• Most smartphones will record a better-quality video using the rear camera instead of the front-facing camera
    • The YouTube mobile app supports a seamless record-edit-upload experience
  • On a computer, record your screen and/or feed from your computer's camera
  • Record digital video using a digital camera or digital camcorder and transfer the file to your computer
Pay attention to audio quality.

A dedicated microphone or headset connected to your recording device will usually boost the audio captured in your recording.

Editing may be necessary to give your video a finished look.

Simple editing includes clipping the beginning and end and adding a title frame and/or end credits.
Slightly more advanced editing includes special effects, transitions, and adding a music track or voiceover.

Save your video in a format supported by YouTube, like MPEG4 or MOV.
Privacy Options
YouTube's privacy settings give you complete control over who sees your video.

Any time you upload a new recording or go live, YouTube offers three privacy options:
  1. Public - anyone can see it and it is posted to the public channel; subscribers are alerted
    • Use this setting when you want your video to be discoverable by anyone on the Internet
  2. Unlisted - only people with the direct link will be able to access
    • Recommended setting for videos made for coursework; professors and classmates will need the link to access your video
  3. Private - only viewable by you
    • Use this setting for videos you're storing and aren't ready for anyone to see; sharing is possible by inviting YouTube users directly, which requires a YouTube login by the person you've shared the video with  
Upload a Video to YouTube
Using YouTube's Website on a Computer:
  1. Confirm you are signed in to the correct account, indicated by the user menu picture in the upper right corner of the screen
  2. Tap the video camera icon and select “Upload Video”
  3. Use the popup window that appears to drag-and-drop your video file or click “Select File” to open a file explorer window to find and select your video file
  4. Add details for your video
    1. Add a title
    2. Give it a brief description
    3. Audience: Unless your assignment is designed for children or youth, it is not made for kids and does not need an age restriction
    4. Click Next
  5. Video elements are not generally used; click next
  6. Set the visibility of your video to an appropriate level (unlisted recommended)
  7. Click “Save” when finished
  8. Select “Videos” from the menu on the left to view the progress of your upload and access it when it is finished.
Using the YouTube Mobile App:
  1. Confirm you are signed in to the correct account (individual or brand), indicated by the user menu picture in the upper right corner of the screen
  2. Tap the video camera icon
  3. Record a new video -OR- Scroll through your video library to find the video you want to upload; tap it to select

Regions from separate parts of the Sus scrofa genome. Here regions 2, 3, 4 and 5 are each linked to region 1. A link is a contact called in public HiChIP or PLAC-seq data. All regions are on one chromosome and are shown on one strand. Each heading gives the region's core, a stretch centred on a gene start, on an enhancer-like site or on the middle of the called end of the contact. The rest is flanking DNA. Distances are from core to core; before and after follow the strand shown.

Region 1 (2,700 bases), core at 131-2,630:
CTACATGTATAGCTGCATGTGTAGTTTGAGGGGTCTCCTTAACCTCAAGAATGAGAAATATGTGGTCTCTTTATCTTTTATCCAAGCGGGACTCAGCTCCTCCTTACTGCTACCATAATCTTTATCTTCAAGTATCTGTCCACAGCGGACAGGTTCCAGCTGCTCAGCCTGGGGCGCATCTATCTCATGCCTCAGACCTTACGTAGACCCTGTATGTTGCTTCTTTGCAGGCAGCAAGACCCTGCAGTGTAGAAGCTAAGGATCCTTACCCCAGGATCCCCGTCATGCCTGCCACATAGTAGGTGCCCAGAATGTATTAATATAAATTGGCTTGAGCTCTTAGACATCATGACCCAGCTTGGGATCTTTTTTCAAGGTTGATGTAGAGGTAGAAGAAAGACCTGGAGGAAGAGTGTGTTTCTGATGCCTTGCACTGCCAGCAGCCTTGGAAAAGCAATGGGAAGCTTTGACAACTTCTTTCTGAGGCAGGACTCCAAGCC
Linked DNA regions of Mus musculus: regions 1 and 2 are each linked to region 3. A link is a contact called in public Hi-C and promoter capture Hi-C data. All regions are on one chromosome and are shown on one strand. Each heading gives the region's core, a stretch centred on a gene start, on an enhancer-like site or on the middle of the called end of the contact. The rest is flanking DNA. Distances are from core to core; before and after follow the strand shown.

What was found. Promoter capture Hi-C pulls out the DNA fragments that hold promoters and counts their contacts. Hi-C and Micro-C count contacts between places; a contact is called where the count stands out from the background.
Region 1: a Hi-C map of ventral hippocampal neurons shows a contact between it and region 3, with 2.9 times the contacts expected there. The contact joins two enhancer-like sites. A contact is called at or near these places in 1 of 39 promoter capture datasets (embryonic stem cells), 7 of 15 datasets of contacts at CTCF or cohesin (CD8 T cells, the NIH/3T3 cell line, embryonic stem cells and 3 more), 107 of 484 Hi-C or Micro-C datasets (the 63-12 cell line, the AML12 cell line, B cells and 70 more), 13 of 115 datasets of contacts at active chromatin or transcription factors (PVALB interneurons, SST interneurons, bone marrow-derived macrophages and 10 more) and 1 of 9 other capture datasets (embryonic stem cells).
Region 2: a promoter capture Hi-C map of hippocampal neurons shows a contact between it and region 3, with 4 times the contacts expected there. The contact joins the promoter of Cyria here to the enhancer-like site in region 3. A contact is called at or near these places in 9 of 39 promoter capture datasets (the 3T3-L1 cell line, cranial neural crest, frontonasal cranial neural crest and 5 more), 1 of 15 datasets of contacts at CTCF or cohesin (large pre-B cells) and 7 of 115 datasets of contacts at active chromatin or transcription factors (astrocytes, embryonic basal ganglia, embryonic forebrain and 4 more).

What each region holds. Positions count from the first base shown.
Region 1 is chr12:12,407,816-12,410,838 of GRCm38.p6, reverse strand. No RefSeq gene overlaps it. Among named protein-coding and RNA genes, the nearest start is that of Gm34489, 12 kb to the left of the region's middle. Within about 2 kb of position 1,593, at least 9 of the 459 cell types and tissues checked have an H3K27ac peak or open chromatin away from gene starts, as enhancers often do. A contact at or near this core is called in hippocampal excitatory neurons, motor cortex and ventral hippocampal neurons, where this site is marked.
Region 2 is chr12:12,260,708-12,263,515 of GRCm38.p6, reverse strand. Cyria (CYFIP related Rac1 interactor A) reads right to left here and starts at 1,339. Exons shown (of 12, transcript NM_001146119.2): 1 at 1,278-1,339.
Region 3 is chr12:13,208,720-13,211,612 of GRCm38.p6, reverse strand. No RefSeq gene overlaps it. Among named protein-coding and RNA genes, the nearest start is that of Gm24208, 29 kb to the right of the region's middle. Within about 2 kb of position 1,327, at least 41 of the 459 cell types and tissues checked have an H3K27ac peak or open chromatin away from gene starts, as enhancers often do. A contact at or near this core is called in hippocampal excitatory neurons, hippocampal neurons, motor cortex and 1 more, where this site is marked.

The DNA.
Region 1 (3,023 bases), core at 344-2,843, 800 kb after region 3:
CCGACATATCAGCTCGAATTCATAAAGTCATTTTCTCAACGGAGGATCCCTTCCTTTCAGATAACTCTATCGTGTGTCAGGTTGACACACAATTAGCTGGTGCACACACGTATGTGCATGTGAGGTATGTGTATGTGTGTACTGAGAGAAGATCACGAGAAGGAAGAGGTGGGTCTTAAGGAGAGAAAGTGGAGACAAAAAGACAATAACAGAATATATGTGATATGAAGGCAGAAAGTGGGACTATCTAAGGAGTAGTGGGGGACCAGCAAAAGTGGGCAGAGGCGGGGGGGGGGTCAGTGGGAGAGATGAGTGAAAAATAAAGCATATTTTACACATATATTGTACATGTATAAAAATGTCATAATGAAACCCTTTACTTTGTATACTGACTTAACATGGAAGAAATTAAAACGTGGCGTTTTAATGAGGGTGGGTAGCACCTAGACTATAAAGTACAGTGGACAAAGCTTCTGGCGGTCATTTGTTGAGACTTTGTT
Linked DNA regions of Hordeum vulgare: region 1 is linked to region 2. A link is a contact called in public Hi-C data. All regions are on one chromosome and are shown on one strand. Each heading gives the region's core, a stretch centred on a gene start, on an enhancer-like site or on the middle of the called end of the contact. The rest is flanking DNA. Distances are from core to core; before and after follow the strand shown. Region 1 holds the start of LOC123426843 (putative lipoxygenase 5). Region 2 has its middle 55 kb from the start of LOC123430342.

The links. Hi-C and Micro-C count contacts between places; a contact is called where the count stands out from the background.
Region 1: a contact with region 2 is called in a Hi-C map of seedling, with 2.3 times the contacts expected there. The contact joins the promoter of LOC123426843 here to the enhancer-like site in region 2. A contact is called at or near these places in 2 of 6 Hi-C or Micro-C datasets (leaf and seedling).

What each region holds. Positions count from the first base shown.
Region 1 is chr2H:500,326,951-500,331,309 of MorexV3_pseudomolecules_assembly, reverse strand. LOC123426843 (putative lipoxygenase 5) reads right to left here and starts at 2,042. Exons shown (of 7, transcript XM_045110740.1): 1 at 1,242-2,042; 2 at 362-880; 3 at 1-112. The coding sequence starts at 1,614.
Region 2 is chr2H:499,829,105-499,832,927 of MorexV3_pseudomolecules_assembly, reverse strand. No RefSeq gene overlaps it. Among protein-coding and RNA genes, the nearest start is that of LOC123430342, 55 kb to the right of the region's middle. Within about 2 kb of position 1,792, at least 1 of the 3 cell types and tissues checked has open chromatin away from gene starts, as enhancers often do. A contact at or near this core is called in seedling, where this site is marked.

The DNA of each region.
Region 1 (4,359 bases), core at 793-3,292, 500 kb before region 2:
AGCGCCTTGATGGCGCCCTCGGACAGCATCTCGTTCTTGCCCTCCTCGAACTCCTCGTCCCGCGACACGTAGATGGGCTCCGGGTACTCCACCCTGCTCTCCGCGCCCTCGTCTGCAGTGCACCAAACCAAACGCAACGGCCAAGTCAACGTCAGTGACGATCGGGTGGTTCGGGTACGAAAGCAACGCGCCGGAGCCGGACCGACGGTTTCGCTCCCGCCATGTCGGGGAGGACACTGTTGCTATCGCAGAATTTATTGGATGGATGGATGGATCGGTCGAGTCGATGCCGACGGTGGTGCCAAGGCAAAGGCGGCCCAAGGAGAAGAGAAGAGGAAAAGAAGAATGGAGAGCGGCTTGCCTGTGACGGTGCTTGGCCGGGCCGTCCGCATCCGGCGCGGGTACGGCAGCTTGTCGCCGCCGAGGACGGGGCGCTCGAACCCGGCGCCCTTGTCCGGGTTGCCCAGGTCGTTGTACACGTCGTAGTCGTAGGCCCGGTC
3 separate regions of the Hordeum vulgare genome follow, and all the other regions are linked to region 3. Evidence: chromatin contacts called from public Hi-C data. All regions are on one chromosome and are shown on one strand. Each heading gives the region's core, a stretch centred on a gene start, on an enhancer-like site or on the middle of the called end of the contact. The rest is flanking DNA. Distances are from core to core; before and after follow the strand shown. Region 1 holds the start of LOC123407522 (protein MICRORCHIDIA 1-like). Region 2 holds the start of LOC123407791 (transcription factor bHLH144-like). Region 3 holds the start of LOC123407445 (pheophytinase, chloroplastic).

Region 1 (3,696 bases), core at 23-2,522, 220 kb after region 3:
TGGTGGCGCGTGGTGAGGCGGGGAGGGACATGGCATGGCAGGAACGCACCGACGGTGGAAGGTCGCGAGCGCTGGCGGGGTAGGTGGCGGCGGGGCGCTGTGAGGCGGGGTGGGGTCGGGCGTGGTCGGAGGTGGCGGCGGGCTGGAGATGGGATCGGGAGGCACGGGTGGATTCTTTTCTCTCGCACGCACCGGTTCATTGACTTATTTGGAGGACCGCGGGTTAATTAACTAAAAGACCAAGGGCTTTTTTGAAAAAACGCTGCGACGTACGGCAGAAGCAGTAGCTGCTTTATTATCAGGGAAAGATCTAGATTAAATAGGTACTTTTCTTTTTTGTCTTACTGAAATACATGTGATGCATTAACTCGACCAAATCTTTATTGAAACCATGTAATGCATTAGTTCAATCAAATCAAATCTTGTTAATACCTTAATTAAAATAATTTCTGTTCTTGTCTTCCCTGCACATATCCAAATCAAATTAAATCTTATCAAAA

4. The video will load in a simple editor. 
    1. Trim (scissors): Adjust the blue bars to where you want the video to start and stop
    2. Filter (magic wand): Apply a filter to make the picture look different
    3. Music (music note): Add music to your video
    4. Tap Next in the upper right corner when done
  5. Finalize the details of your video
    1. Tap the Title space to give it a title
    2. Tap the Description space to give it a description
    3. Set the privacy to an appropriate level (unlisted recommended)
    4. Tap upload in the upper right corner
  6. The video will go through an uploading and processing phase. The time will depend on how long the video is. Swipe down on the screen to update when the video is finished uploading and processing to see it in your list of videos.
Sharing YouTube Videos
To share a video, you simply need to copy the URL of the video and share with your professor and/or classmates. There are many ways to get the URL. Do make sure you are on the video's YouTube page, not the video's information page in YouTube Studio.

If you are creating multiple videos for a single assignment or project, it may be helpful to collect them all in a playlist. This generates one URL for an entire list of videos instead of having to share individual URLs for each video.

See this tutorial from YouTube about creating a playlist.
Free Video Recording and Editing Apps
  • Camera: app included with Windows 10 good for recording
  • Photos: app included with Windows 10 supports basic video editing
  • QuickTime Player: app included with Mac OSX supports both camera and screen recording
  • Photo Booth: app included with Mac OSX supports camera recording
  • iMovie: app included with Mac OSX for video editing
  • Camera: app included with iOS for recording video
  • iMovie: Apple's video editor also available for iPhone and iPad
  • Clips: app included with iOS for creating and sharing short videos
  • YouTube: mobile app supports video recording and editing
  • Camera: app included with Android for recording video
  • YouTube: mobile app supports video recording and editing
For more suggestions, try these websites for recommendations: